Last election saw the creation of nicknames “Hill Bots” and “Bernie Bros.” In the run up to 2020, we now have Beto Phobes and Beto Philes, added to our vocabulary. The Phobes don’t like Beto, calling him “The One” or “another One” and “magical manchild.”Beto used to be a skateboarding punk rocker with the internet handle, “Psychedelic Warlord,” after all. This distresses some. The Philes on the other hand, speak softly, but carry a big checkbook. Biden raised $6.1Mil in the first 24 hours after announcing his candidacy, besting even Bernie Sanders, who raised an impressive $5.9Mil. This solidified Beto’s position as a serious contender. So, now we have two white male centrists, Beto and Biden in the race, and which is Obama’s true heir? Vanity Fair:
You could say that Biden has many of Beto’s centrist vulnerabilities along with extra liabilities: a longer record, less wokeness fluency, and a tendency, in the words of Barack Obama, “to say something stupid.” On the last of these points, Biden told a crowd over the weekend that he had “the most progressive record of anybody running for”—stopping abruptly to change that to “anybody who would run.” If Biden is looking to play the sphinx and then wow the field by jumping in late, slips like that don’t help. One is reminded of the Far Side cartoon of an alien visitor falling down the stairs on the way to greet mankind. “So much for instilling them with a sense of awe,” reads the caption.
For all of Biden’s flaws, though, he’s still in a stronger position than Beto, because he represents a larger share of Democrats and consequently is leading every poll. That is to say, he appeals to those who love Barack Obama, hate Donald Trump, and pay scant attention to news about politics. That may not be the reader of an article like this, but it’s people we all know. Beto, by contrast, would appeal to a smaller part of Obama’s coalition: those who pay close attention to politics but not policy and loved Obama for his manner and style. This isn’t meaningless. Many Americans felt proud to have Obama representing their country to the world. The head of state sets a tone, and we feel it fast when that tone becomes appalling. But it tends to recede as a priority in the face of other problems.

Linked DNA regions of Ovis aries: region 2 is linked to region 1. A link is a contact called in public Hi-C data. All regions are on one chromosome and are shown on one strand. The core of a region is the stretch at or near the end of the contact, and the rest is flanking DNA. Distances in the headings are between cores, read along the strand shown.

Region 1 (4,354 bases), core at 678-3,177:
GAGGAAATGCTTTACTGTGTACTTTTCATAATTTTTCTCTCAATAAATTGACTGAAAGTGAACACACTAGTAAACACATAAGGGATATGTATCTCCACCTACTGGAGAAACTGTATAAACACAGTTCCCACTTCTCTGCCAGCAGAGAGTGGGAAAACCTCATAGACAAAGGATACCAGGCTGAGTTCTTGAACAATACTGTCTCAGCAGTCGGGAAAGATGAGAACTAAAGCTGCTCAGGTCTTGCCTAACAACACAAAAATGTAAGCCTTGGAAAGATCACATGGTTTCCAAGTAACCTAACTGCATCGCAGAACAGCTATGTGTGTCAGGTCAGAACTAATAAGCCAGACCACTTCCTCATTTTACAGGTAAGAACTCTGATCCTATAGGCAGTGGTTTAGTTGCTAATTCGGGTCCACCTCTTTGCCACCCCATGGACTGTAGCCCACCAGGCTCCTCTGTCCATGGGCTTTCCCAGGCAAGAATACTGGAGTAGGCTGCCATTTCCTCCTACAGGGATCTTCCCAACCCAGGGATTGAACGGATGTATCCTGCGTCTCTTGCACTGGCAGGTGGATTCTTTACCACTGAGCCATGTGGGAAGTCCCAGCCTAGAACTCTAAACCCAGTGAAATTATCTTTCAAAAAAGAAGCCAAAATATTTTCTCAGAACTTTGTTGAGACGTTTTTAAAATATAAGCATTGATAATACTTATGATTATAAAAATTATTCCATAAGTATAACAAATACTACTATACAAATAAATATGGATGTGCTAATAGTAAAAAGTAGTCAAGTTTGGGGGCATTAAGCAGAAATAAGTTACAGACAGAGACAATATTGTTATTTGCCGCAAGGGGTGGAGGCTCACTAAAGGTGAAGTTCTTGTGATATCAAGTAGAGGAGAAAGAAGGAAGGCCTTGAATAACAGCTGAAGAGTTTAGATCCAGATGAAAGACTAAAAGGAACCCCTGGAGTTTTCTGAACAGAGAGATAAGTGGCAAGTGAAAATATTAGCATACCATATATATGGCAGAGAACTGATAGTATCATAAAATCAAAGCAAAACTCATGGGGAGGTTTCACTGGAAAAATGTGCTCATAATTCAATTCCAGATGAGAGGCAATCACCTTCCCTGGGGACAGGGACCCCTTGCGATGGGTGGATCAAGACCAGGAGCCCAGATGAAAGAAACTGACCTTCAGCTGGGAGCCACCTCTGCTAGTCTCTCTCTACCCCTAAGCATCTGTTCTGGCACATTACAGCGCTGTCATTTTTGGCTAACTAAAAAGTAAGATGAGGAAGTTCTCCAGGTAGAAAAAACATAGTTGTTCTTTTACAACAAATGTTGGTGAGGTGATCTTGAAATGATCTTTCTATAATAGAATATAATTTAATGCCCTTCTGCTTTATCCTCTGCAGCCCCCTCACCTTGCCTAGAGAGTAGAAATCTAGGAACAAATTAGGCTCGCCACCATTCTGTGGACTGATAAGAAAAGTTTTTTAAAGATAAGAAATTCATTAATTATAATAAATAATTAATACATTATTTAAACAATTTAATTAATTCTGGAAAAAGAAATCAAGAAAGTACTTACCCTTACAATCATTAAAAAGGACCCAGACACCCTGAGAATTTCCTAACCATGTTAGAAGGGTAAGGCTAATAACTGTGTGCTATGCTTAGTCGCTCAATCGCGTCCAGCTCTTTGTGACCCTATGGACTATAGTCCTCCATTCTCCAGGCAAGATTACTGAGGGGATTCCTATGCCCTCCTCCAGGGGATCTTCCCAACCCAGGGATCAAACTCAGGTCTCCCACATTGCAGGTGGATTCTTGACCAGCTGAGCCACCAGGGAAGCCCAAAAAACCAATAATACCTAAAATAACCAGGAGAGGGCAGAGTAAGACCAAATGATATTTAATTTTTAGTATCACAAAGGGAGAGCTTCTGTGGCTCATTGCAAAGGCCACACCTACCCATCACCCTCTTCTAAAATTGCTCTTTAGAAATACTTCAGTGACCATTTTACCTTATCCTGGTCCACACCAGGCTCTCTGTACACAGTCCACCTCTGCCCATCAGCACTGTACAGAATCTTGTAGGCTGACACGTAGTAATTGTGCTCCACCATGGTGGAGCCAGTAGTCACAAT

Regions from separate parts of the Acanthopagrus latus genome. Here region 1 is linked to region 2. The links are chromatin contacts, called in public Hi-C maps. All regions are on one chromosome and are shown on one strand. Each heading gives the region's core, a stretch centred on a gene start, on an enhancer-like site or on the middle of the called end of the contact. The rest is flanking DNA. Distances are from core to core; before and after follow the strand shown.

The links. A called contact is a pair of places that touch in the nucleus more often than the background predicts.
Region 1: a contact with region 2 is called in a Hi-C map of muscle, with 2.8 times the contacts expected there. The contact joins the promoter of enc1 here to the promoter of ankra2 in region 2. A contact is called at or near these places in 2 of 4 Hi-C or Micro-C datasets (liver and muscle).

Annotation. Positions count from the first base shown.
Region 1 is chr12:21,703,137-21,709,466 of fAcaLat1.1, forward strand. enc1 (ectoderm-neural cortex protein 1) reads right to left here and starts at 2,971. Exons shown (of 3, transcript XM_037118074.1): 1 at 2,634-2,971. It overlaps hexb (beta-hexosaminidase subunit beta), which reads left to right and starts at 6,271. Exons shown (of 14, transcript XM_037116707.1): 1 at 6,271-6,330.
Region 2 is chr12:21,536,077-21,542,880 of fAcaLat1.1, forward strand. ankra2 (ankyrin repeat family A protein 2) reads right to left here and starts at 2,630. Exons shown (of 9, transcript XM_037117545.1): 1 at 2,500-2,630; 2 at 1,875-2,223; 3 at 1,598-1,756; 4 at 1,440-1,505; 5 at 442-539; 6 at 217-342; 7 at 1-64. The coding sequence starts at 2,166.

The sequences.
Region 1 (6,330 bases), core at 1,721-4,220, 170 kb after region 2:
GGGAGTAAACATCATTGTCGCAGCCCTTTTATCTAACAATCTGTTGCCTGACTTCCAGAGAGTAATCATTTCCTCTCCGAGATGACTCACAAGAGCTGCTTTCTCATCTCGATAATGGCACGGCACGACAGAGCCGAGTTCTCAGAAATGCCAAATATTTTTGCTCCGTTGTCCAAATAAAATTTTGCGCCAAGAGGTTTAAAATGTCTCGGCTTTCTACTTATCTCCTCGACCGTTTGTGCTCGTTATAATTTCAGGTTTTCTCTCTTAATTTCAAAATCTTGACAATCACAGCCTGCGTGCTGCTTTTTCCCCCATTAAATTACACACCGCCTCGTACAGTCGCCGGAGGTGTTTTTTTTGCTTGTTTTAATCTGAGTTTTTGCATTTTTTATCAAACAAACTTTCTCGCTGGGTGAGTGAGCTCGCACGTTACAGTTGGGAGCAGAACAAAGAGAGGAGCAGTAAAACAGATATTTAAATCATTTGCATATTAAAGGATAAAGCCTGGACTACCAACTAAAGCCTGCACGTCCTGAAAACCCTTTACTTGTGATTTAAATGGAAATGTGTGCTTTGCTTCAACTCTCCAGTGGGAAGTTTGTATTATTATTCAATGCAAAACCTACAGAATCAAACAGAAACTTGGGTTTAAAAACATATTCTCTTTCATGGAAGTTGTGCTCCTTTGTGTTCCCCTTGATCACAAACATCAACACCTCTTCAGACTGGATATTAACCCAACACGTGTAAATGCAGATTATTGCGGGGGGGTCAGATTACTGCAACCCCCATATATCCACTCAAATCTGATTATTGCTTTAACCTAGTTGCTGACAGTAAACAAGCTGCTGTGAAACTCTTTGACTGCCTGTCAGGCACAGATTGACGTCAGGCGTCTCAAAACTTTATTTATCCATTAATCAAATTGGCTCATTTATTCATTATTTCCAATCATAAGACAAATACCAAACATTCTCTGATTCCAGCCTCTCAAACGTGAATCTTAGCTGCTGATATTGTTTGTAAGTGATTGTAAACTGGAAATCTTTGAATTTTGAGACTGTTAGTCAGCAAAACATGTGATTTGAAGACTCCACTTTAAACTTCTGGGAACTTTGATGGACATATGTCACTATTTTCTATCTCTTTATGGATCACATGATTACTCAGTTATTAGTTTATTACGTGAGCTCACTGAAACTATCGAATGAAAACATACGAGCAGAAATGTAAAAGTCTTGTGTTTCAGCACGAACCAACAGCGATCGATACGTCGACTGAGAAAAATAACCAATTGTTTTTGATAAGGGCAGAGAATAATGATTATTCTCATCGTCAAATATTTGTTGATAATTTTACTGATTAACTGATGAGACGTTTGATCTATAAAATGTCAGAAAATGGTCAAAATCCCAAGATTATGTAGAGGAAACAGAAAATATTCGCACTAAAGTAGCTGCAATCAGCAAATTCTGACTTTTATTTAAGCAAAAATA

So you have centrism with a record, Biden, or centrism without a record, Beto, as Vanity Fair put it. Beto won points recently when tearing into Trump’s absurd contention that El Paso, Texas, was more secure after the building of a fence. O’Rourke shot that down, by establishing that crime in El Paso actually diminished before the fence was built and rose after it. “We are not safe because of walls but in spite of walls,”he said. That is a statement of unity, and unity was the central plank in Obama’s platform, back in the day. So maybe Beto is Obama’s natural heir?
A lot of the objection to Biden is his age. Maybe, in the primaries due course, Beto can sway more of the voters who love Obama, hate Trump, and don’t follow politics — because, at the end of the day, that is the block of voters that’s going to deliver the election or not. This election is not about who is the purest Democrat for the job, it’s about beating Donald Trump.